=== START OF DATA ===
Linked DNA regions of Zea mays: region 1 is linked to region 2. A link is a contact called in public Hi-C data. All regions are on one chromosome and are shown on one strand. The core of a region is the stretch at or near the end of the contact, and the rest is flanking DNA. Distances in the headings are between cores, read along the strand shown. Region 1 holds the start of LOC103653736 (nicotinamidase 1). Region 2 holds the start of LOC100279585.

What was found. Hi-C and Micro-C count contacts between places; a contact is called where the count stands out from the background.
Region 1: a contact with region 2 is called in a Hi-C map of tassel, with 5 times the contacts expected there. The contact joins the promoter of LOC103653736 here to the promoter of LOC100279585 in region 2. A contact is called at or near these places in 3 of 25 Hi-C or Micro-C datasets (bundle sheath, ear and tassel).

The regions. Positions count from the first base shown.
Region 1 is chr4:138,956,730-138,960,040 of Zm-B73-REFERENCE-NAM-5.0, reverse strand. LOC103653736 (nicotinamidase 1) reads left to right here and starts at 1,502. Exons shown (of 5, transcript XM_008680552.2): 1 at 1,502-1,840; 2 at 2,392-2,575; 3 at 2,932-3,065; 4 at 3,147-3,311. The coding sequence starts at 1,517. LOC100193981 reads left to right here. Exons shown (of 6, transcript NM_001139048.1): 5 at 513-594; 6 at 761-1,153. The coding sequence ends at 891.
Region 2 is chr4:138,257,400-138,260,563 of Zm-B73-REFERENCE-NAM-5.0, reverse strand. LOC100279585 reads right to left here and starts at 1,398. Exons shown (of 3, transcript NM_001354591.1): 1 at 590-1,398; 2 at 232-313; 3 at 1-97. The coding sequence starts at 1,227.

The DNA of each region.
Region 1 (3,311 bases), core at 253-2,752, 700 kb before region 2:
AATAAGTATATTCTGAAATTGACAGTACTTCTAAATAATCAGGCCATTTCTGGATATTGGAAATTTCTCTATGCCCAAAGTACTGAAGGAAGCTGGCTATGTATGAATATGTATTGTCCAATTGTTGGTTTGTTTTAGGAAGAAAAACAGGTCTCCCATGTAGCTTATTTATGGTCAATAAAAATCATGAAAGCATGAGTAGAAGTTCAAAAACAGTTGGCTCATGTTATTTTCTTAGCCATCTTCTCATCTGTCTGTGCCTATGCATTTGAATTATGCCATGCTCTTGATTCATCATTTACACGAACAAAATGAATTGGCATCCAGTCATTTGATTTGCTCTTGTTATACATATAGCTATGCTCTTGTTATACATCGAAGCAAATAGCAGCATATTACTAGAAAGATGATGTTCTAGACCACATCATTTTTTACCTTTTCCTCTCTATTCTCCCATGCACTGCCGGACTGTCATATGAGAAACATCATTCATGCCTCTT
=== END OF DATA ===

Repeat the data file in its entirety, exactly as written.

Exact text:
Linked DNA regions of Zea mays: region 1 is linked to region 2. A link is a contact called in public Hi-C data. All regions are on one chromosome and are shown on one strand. The core of a region is the stretch at or near the end of the contact, and the rest is flanking DNA. Distances in the headings are between cores, read along the strand shown. Region 1 holds the start of LOC103653736 (nicotinamidase 1). Region 2 holds the start of LOC100279585.

What was found. Hi-C and Micro-C count contacts between places; a contact is called where the count stands out from the background.
Region 1: a contact with region 2 is called in a Hi-C map of tassel, with 5 times the contacts expected there. The contact joins the promoter of LOC103653736 here to the promoter of LOC100279585 in region 2. A contact is called at or near these places in 3 of 25 Hi-C or Micro-C datasets (bundle sheath, ear and tassel).

The regions. Positions count from the first base shown.
Region 1 is chr4:138,956,730-138,960,040 of Zm-B73-REFERENCE-NAM-5.0, reverse strand. LOC103653736 (nicotinamidase 1) reads left to right here and starts at 1,502. Exons shown (of 5, transcript XM_008680552.2): 1 at 1,502-1,840; 2 at 2,392-2,575; 3 at 2,932-3,065; 4 at 3,147-3,311. The coding sequence starts at 1,517. LOC100193981 reads left to right here. Exons shown (of 6, transcript NM_001139048.1): 5 at 513-594; 6 at 761-1,153. The coding sequence ends at 891.
Region 2 is chr4:138,257,400-138,260,563 of Zm-B73-REFERENCE-NAM-5.0, reverse strand. LOC100279585 reads right to left here and starts at 1,398. Exons shown (of 3, transcript NM_001354591.1): 1 at 590-1,398; 2 at 232-313; 3 at 1-97. The coding sequence starts at 1,227.

The DNA of each region.
Region 1 (3,311 bases), core at 253-2,752, 700 kb before region 2:
AATAAGTATATTCTGAAATTGACAGTACTTCTAAATAATCAGGCCATTTCTGGATATTGGAAATTTCTCTATGCCCAAAGTACTGAAGGAAGCTGGCTATGTATGAATATGTATTGTCCAATTGTTGGTTTGTTTTAGGAAGAAAAACAGGTCTCCCATGTAGCTTATTTATGGTCAATAAAAATCATGAAAGCATGAGTAGAAGTTCAAAAACAGTTGGCTCATGTTATTTTCTTAGCCATCTTCTCATCTGTCTGTGCCTATGCATTTGAATTATGCCATGCTCTTGATTCATCATTTACACGAACAAAATGAATTGGCATCCAGTCATTTGATTTGCTCTTGTTATACATATAGCTATGCTCTTGTTATACATCGAAGCAAATAGCAGCATATTACTAGAAAGATGATGTTCTAGACCACATCATTTTTTACCTTTTCCTCTCTATTCTCCCATGCACTGCCGGACTGTCATATGAGAAACATCATTCATGCCTCTT